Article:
You’re probably aware that too many inquiries into your credit report can create a negative impact on your overall FICO credit score. However, did you know that not all credit inquiries are harmful?
The fact is, credit reporting agencies discriminate between hard credit inquiries and soft credit inquiries. A soft inquiry such as pulling your own credit score, credit card solicitations, and employer credit checks generally will have no effect on your credit score. However, that’s not the case with a hard pull of your credit. As part of our budget 101 series of articles, we’re explaining what a hard credit pull is and how it can affect your credit score.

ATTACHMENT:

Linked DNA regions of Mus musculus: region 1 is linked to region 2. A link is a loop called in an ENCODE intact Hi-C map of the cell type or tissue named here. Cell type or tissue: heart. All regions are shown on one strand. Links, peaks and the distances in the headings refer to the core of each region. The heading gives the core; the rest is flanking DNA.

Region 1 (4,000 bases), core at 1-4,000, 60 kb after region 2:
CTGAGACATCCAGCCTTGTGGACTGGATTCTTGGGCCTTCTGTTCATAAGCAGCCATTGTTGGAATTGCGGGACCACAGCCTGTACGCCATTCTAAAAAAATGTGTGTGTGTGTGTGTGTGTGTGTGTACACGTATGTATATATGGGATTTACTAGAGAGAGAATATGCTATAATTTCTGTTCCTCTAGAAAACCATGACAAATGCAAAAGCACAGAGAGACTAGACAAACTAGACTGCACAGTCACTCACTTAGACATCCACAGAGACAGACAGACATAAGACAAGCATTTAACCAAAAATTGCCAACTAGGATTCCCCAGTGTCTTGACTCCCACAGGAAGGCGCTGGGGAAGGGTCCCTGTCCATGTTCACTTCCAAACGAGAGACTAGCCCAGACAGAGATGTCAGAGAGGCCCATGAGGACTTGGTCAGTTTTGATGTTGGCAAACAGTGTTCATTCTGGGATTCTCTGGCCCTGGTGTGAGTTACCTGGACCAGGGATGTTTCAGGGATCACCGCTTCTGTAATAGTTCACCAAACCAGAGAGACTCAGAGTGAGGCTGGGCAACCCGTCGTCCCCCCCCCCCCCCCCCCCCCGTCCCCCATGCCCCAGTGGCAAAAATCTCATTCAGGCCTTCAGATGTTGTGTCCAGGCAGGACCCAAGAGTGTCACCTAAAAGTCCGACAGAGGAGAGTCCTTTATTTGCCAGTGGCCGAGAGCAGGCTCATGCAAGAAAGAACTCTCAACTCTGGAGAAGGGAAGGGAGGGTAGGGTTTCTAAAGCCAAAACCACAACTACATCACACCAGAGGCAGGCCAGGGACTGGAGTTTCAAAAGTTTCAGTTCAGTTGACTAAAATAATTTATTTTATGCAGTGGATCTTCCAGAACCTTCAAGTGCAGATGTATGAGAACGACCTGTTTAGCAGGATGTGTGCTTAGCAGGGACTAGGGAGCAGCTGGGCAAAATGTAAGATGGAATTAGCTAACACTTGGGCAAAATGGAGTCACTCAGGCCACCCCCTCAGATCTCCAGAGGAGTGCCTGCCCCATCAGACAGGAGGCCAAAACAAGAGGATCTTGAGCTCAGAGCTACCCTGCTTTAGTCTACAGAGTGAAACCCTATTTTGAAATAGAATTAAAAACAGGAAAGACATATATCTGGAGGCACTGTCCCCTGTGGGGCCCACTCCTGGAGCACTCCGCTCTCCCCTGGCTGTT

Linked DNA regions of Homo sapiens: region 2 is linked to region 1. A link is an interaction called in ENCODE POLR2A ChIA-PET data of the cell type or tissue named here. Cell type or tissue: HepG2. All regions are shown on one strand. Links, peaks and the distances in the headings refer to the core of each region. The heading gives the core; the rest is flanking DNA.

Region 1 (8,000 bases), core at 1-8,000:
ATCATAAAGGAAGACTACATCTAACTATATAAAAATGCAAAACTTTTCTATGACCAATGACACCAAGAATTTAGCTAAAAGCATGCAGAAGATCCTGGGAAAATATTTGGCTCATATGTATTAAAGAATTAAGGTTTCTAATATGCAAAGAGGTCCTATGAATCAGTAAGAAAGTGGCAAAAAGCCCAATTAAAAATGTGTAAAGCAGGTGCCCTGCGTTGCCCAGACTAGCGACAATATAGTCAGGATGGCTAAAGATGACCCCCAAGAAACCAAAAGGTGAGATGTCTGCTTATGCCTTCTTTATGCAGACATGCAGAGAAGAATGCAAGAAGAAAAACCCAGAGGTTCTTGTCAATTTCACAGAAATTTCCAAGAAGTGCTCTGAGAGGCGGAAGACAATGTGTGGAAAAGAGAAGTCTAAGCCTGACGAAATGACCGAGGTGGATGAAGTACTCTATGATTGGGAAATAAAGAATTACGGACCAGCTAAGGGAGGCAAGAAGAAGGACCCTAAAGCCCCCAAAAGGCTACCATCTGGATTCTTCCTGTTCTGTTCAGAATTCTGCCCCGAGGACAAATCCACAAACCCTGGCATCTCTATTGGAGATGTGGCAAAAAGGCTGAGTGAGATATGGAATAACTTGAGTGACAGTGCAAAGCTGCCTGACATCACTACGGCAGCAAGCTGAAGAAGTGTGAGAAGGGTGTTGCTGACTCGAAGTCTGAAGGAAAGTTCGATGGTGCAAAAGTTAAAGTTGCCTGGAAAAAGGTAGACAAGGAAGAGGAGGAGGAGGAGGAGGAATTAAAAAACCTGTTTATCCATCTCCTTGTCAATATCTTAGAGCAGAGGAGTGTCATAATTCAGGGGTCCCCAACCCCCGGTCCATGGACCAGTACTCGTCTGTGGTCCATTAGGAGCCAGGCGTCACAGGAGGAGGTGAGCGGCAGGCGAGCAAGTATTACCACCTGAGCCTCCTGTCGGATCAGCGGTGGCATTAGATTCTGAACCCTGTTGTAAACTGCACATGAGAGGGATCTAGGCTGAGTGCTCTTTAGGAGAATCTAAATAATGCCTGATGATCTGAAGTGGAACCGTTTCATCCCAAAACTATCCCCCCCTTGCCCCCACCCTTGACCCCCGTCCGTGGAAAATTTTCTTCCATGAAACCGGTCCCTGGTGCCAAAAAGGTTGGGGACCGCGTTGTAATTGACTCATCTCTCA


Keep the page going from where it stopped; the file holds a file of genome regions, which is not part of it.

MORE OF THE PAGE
What’s a hard credit pull?
A hard credit pull (or inquiry) typically occurs when you apply for credit and have agreed to allow a company with a legitimate business reason pull and review your credit report. Hard credit inquiries are common when you apply for a home loan, refinance, or line of credit. Simply put, hard pulls indicate that you are attempting to borrow money.
Therefore, numerous hard pulls that are made within a short period of time can be an indication that you are desperately looking for a loan, and may result in lower credit scores. In fact, according to LendingTree.com, one hard inquiry can knock up to five points off your credit score, which may take you six months to earn back.
Apply for credit sparingly
There may be many cases where a hard credit inquiry is necessary – such applying for a new home loan – and can be well worth the temporary dip in your credit score. However, a good rule of thumb would be to only apply for credit when you really need it.